This article was published in CAUSE/EFFECT journal, Volume 22 Number 3 1999. The copyright is shared by EDUCAUSE and the author. See http://www.educause.edu/copyright for additional copyright information.
Y2K--No Time for Panic
by Daniel A. Updegrove
We�ve been updating or replacing enterprise systems, testing data centers and networks, advising depart- ments on local systems and PCs, and consulting with facilities and health care personnel on devices with embedded chips. We�ve attended numerous task force meetings, briefed boards, and presided over community panel discussions on �the millennium bug.� What have we learned from this experience, and what should we focus on between now and January 1, 2000?
What we have learned
First, as most technologists know, there are really two problems with the year 2000 (Y2K): the device problem and the data problem. The former has received too much attention and the latter too little. In the case of devices--elevators, sensors, laboratory and medical apparatus, computers--concerns were raised that the inability of the hardware to recognize the year 2000 (would it be 00 or 1900 or 1980?) would cause widespread failures on January 1. Fortunately most non-computer devices either don�t know the date or won�t fail catastrophically, even if the date displayed after December 31, 1999, is misleading. As for computers, the robust economy and falling hardware prices have led to wholesale replacement, and even many obsolete PCs can have their dates reset once in the new year. Thus Saturday, January 1, figures to be a much calmer day than the Doomsday crowd has predicted.
The data problem is more complicated since calculations and displays involving calendar dates permeate millions of different computer programs, some of which lack source code or programming staff. Moreover, output of some systems provides input for others. Fortunately we�ve had a much longer time to solve this problem, as student information systems had to be year 2000 aware by 1996, and most financial systems needed to handle fiscal year 2000 starting this summer. Unfortunately we can�t possibly test all of these systems, and we won�t observe all possible impacts of erroneous calculations and data feeds for several months into 2000.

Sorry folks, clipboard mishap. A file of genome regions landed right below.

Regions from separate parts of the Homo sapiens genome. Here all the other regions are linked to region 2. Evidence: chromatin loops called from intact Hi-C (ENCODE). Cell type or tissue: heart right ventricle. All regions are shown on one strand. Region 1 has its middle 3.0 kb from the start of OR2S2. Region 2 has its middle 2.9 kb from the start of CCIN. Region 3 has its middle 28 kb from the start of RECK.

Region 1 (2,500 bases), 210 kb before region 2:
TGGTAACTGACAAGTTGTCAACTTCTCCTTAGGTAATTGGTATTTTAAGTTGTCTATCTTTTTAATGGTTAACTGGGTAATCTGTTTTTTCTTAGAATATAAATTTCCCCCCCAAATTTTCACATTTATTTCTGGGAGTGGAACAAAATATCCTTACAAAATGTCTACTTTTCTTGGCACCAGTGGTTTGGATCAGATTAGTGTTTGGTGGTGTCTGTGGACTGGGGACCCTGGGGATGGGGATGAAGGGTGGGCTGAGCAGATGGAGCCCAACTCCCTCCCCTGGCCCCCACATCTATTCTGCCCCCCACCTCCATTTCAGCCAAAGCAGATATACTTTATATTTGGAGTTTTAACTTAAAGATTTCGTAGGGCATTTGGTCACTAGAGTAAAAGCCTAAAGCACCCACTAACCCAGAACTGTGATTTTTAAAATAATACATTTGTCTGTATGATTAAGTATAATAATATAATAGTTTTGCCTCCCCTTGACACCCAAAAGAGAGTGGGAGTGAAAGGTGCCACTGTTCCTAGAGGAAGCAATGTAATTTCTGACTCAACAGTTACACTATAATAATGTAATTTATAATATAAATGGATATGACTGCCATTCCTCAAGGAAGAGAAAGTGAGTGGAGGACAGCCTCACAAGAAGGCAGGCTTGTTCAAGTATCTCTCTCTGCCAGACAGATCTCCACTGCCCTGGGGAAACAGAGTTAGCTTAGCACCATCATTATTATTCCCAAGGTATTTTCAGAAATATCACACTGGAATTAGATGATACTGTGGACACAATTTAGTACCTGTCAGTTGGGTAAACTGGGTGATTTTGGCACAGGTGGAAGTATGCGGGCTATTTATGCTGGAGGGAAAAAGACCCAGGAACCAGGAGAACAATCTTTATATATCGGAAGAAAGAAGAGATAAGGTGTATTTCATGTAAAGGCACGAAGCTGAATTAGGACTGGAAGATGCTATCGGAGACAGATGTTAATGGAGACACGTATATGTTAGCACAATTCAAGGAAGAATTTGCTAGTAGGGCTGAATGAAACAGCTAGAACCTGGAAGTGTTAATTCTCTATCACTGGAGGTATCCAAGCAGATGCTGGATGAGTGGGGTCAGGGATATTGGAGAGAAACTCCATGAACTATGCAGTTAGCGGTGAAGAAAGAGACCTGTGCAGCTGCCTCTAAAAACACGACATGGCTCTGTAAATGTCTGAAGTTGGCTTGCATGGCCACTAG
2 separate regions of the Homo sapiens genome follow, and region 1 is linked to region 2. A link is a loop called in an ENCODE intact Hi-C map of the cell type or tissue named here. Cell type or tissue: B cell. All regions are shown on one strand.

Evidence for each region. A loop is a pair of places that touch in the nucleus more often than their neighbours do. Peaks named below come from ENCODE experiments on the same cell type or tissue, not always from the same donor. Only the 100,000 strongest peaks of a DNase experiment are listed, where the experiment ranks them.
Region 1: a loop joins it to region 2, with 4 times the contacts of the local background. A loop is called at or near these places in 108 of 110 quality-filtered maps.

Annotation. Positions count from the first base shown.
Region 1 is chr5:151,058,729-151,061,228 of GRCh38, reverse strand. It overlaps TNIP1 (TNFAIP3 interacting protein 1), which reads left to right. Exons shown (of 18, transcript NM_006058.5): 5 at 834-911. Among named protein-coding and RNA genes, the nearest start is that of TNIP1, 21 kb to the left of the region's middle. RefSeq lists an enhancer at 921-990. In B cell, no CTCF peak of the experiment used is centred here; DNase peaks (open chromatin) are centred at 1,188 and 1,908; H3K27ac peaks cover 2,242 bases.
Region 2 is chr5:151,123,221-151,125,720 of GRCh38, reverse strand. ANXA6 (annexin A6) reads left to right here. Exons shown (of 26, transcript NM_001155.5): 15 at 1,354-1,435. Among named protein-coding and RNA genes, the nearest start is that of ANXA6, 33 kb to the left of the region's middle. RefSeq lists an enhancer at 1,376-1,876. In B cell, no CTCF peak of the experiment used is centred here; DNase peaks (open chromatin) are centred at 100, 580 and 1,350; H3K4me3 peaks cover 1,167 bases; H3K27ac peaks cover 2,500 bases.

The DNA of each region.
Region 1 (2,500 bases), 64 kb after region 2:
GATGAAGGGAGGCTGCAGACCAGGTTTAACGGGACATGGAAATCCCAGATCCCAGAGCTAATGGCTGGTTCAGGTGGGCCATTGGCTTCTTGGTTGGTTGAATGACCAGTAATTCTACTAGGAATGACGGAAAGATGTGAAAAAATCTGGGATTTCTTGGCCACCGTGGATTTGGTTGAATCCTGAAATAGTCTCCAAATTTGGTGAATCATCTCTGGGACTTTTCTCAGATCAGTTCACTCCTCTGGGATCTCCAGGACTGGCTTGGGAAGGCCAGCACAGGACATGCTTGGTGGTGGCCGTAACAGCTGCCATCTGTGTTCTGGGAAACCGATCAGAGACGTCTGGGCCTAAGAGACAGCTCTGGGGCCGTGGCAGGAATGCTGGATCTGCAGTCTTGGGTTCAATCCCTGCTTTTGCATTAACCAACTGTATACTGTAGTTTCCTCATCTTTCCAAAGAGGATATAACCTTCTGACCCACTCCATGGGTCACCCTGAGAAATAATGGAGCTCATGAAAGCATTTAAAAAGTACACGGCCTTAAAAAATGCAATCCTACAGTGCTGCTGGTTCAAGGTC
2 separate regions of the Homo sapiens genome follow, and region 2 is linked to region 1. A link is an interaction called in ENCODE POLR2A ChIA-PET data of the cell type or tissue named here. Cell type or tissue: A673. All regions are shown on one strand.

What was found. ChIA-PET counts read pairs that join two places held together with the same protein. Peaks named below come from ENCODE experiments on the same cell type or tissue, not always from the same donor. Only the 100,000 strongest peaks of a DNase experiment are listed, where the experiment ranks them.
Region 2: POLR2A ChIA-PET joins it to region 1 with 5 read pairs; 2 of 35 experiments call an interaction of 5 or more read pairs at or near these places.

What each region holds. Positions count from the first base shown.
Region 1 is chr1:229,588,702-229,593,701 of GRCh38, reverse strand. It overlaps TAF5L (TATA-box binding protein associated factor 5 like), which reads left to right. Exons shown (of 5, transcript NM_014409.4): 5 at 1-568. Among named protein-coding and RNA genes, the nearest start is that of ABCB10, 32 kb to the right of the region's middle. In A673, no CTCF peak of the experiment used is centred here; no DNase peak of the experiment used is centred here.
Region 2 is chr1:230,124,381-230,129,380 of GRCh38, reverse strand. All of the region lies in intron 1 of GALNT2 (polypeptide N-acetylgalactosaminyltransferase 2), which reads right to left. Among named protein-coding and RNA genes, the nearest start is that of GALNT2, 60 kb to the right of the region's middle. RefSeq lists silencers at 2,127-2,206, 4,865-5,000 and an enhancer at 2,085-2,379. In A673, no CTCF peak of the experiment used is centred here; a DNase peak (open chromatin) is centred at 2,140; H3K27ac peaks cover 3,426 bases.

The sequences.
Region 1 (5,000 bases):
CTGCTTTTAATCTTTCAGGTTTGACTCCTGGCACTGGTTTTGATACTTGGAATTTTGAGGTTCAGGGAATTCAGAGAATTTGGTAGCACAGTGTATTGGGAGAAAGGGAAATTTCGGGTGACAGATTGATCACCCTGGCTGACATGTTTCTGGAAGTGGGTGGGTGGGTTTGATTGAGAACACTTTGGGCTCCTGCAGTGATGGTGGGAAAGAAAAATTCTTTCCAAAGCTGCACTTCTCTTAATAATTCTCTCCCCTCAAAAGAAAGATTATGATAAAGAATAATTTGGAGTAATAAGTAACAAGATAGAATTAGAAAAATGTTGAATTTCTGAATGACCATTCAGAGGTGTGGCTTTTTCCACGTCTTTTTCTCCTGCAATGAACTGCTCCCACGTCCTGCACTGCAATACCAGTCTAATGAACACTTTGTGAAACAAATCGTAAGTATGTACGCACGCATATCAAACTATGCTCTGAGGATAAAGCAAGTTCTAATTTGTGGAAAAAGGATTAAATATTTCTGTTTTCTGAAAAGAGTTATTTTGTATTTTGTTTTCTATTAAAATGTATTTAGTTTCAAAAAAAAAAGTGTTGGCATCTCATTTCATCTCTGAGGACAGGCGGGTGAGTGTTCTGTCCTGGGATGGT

Second, we�ve learned that there are an astonishing number of computers and computer-related devices and systems in our institutions, and a large number of (but never enough) very talented and hardworking people maintaining them. Creating an inventory of systems and a network of information technology (IT) personnel has been a worthwhile exercise in its own right.
Third, we�ve been forced to confront our institutions� dependence on our IT system and to update (or create!) contingency and business continuity plans. Stuff does happen, and recently tested contingency plans help us all sleep better.
Fourth, we�ve come to understand the interdependence of our institutions and our communities. Y2K compliance may be only an �academic� exercise for a college or university lacking water or electricity or 911 service. Conversely, a campus with its own co-generation and heating plant may have a special responsibility to its community during a mid-winter emergency, whether it be caused by Y2K or an ice storm. Many of us have found Y2K to be a good reason to get to know IT leaders in other institutions, city government, and nearby industries; these contacts will serve us well in the future.
Priorities for the months ahead
Testing and contingency planning have occupied most IT shops this year, and these efforts will continue until the end of the year. While much progress has been made on remediation, some systems administrators and computer users elected to wait for the �final� update from vendors, so we can anticipate late nights as December 31 approaches.
Another focus will be communications, both within the institution and with our many external constituencies. Communication is a key element of contingency planning, of course, and failure of any electronic media will have serious consequences that must be thought through well in advance. In some disasters, campus e-mail systems and Web sites have been critical news and communication resources for entire communities. Does your Web server have a hot backup?
Communication may be equally crucial if �nothing happens� since overreaction and panic could pose greater problems than Y2K-related system failures. Hoarding, susceptibility to scams, and other adverse reactions might be minimized if individuals had confidence in key institutions, such as colleges and universities. Keeping the community informed of the Y2K readiness of the institution will assist faculty, staff, students, and neighbors in making their personal preparations for the new millennium.
Daniel A. Updegrove ([email protected]) is university director of Information Technology Services at Yale University.
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